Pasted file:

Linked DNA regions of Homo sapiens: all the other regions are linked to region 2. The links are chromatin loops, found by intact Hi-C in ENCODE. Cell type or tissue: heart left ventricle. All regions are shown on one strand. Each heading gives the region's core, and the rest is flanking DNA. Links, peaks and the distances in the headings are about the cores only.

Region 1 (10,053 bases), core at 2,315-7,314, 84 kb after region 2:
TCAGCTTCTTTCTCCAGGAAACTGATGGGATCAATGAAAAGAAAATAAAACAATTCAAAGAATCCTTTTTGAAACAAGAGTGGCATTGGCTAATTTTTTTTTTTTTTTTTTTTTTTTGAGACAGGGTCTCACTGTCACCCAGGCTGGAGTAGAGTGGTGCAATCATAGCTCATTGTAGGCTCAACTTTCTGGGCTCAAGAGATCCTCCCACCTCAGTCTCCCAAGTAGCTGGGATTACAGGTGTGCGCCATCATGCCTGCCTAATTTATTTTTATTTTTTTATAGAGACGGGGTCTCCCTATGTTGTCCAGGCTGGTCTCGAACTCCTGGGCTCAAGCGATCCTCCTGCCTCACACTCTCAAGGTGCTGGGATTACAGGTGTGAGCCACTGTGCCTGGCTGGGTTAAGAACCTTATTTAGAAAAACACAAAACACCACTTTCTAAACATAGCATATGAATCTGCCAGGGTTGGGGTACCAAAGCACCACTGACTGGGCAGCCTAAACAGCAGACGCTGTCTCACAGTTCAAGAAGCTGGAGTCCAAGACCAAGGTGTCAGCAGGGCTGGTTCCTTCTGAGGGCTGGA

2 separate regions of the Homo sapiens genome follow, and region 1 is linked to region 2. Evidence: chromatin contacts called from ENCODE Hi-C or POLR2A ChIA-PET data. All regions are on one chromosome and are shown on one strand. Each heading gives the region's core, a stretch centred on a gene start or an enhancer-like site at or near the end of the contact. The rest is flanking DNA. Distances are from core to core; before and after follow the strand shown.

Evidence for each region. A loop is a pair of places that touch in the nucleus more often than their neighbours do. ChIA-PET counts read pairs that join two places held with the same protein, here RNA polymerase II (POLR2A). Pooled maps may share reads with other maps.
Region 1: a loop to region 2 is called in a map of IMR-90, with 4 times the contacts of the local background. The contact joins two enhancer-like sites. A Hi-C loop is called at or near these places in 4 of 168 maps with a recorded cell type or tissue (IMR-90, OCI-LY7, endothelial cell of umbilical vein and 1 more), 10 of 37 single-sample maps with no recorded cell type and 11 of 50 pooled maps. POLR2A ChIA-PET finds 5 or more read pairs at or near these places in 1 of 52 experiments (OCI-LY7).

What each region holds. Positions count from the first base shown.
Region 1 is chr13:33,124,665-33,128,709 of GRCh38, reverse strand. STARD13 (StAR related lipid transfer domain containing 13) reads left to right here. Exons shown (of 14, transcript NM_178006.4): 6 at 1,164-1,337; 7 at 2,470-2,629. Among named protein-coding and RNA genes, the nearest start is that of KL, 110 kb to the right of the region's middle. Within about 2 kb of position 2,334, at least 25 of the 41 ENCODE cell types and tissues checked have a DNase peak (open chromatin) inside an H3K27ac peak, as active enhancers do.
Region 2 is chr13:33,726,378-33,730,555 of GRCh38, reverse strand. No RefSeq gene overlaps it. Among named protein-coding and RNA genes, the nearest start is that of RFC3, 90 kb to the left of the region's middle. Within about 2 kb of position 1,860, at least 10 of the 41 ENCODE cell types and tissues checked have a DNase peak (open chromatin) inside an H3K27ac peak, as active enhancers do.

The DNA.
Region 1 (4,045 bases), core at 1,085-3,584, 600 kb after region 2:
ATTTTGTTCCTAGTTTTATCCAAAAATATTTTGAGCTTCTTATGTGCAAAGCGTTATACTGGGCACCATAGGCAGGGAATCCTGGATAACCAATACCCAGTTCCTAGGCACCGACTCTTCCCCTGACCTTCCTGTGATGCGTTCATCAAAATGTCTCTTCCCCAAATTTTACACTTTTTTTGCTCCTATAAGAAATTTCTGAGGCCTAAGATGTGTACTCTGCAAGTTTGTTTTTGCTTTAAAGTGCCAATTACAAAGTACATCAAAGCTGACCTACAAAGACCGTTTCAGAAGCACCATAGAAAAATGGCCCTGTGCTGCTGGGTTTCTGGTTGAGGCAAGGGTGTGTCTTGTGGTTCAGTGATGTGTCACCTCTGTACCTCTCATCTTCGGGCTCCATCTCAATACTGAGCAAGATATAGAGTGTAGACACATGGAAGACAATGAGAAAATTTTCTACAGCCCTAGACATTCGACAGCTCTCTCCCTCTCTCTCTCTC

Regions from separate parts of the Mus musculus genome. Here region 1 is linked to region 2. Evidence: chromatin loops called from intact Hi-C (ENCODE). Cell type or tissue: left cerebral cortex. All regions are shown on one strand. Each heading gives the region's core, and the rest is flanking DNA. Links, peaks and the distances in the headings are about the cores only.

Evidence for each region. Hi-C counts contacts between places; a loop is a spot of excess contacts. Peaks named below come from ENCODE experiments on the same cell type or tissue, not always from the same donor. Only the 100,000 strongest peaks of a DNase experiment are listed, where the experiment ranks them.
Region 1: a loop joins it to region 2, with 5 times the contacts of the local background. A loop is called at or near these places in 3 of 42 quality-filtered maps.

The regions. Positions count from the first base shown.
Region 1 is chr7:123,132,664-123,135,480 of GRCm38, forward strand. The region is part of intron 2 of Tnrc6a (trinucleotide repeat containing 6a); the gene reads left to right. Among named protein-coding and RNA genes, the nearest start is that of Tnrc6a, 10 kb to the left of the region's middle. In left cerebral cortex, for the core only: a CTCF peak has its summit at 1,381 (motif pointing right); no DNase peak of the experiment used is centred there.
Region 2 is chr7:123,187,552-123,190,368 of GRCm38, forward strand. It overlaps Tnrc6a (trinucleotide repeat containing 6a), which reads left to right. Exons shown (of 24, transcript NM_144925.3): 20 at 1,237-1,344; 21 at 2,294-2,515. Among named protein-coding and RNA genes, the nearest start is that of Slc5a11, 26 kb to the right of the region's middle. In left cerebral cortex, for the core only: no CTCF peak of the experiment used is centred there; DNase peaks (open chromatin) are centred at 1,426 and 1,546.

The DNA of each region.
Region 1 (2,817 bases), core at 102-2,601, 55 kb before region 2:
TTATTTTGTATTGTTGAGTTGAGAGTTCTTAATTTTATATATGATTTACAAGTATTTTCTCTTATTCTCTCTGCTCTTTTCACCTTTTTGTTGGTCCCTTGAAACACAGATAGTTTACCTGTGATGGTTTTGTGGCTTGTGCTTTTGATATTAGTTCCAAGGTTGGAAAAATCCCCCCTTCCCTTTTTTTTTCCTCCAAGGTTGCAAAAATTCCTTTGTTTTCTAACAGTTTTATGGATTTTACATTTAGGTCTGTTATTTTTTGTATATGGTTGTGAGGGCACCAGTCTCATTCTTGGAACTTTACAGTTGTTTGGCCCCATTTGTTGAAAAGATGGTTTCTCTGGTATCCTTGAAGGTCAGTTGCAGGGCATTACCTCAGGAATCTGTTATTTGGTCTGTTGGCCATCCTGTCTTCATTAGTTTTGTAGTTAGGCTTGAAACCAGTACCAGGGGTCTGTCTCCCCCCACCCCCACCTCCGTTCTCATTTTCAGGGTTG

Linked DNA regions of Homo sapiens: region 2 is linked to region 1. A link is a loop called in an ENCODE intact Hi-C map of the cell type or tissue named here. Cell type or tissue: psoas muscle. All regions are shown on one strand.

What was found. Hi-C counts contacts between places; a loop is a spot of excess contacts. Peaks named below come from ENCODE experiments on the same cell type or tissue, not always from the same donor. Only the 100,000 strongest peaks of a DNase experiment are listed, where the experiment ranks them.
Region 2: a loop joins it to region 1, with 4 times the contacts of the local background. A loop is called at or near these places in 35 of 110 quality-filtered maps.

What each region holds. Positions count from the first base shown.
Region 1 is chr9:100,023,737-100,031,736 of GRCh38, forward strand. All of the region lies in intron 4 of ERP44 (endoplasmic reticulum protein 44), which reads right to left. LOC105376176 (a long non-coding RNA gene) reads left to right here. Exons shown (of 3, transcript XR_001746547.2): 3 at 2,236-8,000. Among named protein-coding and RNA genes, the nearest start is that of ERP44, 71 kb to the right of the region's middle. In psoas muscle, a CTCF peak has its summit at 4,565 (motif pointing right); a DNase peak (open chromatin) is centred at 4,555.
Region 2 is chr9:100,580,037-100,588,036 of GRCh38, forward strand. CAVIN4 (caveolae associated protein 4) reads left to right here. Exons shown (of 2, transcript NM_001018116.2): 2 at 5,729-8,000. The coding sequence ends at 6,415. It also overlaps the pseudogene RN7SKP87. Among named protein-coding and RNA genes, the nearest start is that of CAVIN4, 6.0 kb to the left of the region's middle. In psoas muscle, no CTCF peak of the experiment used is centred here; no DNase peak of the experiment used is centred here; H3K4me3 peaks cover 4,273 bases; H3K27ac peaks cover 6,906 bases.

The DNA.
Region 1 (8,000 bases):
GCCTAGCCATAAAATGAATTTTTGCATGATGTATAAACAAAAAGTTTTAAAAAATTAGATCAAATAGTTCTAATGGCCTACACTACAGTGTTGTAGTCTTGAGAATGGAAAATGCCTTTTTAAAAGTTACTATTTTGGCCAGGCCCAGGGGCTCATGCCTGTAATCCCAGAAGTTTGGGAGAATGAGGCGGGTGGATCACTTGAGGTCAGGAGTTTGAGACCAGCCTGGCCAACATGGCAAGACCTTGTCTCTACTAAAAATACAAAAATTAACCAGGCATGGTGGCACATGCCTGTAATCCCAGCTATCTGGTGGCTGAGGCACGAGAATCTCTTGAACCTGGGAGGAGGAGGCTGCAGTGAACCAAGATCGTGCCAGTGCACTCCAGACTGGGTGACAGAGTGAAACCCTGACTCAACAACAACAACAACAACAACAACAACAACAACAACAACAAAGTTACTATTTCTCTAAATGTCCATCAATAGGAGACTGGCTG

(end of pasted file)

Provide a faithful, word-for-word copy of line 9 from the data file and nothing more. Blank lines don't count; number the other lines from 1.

Region 2 is chr13:33,726,378-33,730,555 of GRCh38, reverse strand. No RefSeq gene overlaps it. Among named protein-coding and RNA genes, the nearest start is that of RFC3, 90 kb to the left of the region's middle. Within about 2 kb of position 1,860, at least 10 of the 41 ENCODE cell types and tissues checked have a DNase peak (open chromatin) inside an H3K27ac peak, as active enhancers do.